Belgium’s King Albert II has accepted the government’s resignation after negotiations failed to resolve a long-simmering dispute between Dutch and French-speaking politicians over a bilingual voting district in and around Brussels, the country’s capital.
The king had waited since last week to see if last-ditch talks could keep the coalition government of Belgian Prime Minister Yves Leterme together. But late on Monday, it became clear the differences between the linguistic groups were too deep. Elections could now be called in early June.
“I regret that the necessary dialogue to achieve a negotiated settlement did not produce the result we hoped for,” Leterme said in a statement.
The Royal Palace said that “the king has tasked the government to continue in a caretaker capacity.”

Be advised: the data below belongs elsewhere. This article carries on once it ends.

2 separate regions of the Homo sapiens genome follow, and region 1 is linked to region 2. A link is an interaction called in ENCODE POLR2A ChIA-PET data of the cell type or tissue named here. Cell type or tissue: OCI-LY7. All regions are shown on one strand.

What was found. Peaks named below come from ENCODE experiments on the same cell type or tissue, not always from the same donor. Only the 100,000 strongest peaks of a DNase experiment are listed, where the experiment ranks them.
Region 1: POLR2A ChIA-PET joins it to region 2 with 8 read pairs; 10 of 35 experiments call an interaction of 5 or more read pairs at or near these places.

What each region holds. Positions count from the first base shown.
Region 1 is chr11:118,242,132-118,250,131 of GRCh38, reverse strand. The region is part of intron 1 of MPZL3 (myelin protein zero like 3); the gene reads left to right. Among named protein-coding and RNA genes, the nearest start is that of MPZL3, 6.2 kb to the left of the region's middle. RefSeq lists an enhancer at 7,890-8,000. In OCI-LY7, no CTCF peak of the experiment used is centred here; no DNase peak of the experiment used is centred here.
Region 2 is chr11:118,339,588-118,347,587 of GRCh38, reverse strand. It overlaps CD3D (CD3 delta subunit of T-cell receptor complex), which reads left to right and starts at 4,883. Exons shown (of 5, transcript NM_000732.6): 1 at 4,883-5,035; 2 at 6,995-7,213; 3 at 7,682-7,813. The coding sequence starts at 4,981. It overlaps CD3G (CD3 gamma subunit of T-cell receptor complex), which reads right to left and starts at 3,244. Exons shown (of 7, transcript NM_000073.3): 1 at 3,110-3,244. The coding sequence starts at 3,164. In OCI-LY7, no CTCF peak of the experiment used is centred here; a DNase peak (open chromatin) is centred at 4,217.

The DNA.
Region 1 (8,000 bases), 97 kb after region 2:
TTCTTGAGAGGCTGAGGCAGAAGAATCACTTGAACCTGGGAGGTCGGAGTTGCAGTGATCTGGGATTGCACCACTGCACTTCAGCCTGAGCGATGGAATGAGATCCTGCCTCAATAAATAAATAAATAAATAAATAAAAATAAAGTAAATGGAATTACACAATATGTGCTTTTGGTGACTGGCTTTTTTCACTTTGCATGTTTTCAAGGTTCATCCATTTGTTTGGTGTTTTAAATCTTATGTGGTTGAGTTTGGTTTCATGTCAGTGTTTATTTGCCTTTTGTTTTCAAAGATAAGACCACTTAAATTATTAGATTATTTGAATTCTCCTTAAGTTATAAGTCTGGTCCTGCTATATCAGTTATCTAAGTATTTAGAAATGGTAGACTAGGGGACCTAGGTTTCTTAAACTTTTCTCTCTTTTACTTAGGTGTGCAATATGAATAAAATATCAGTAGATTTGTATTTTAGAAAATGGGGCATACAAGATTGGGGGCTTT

Belgian governments have a long tradition of teetering on the brink of linguistic collapse. For half a century, they have brokered ever more complicated compromises to keep the country from falling apart at the expense of giving the linguistic groups more autonomy.
The crisis comes at an inopportune moment: Belgium will take over the rotating presidency of the EU on July 1.
Leterme highlighted the work that had been achieved to shield the country from the global economic crisis, reform the judiciary and prepare for the EU presidency.
“This work needs to be continued,” Leterme said.
Speculation had been that the five coalition parties would keep trying to break the stalemate at least until tomorrow, when the next session of parliament was planned, but that did not happen.
“We wanted a negotiated solution but it was quickly clear that there was no political will,” said Alexander De Croo, head of the Dutch-speaking Liberals.
The current coalition took office on March 20, 2008, following a political impasse over a related linguistic spat that lasted a record 194 days.
Linguistic disputes rooted in history and economic disparities have dominated politics the country of 6.5 million Dutch-speakers and 4 million Francophones.
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